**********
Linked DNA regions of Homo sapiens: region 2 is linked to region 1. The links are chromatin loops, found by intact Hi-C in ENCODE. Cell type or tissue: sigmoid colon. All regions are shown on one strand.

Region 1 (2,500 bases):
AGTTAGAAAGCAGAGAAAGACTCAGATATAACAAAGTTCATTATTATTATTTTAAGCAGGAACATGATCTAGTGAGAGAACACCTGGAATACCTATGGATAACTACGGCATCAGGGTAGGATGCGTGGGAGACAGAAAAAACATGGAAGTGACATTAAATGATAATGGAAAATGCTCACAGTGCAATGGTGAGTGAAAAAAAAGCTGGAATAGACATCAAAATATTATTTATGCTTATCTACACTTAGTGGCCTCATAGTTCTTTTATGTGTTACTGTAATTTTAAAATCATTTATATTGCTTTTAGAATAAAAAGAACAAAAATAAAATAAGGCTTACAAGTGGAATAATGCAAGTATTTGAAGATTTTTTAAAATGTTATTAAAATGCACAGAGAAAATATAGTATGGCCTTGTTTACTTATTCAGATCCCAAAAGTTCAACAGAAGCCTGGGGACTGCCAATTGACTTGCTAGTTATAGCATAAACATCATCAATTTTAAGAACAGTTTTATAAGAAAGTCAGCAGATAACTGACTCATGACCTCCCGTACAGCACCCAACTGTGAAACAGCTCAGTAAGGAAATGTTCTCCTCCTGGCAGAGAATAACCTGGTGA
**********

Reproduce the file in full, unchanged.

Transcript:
Linked DNA regions of Homo sapiens: region 2 is linked to region 1. The links are chromatin loops, found by intact Hi-C in ENCODE. Cell type or tissue: sigmoid colon. All regions are shown on one strand.

Region 1 (2,500 bases):
AGTTAGAAAGCAGAGAAAGACTCAGATATAACAAAGTTCATTATTATTATTTTAAGCAGGAACATGATCTAGTGAGAGAACACCTGGAATACCTATGGATAACTACGGCATCAGGGTAGGATGCGTGGGAGACAGAAAAAACATGGAAGTGACATTAAATGATAATGGAAAATGCTCACAGTGCAATGGTGAGTGAAAAAAAAGCTGGAATAGACATCAAAATATTATTTATGCTTATCTACACTTAGTGGCCTCATAGTTCTTTTATGTGTTACTGTAATTTTAAAATCATTTATATTGCTTTTAGAATAAAAAGAACAAAAATAAAATAAGGCTTACAAGTGGAATAATGCAAGTATTTGAAGATTTTTTAAAATGTTATTAAAATGCACAGAGAAAATATAGTATGGCCTTGTTTACTTATTCAGATCCCAAAAGTTCAACAGAAGCCTGGGGACTGCCAATTGACTTGCTAGTTATAGCATAAACATCATCAATTTTAAGAACAGTTTTATAAGAAAGTCAGCAGATAACTGACTCATGACCTCCCGTACAGCACCCAACTGTGAAACAGCTCAGTAAGGAAATGTTCTCCTCCTGGCAGAGAATAACCTGGTGA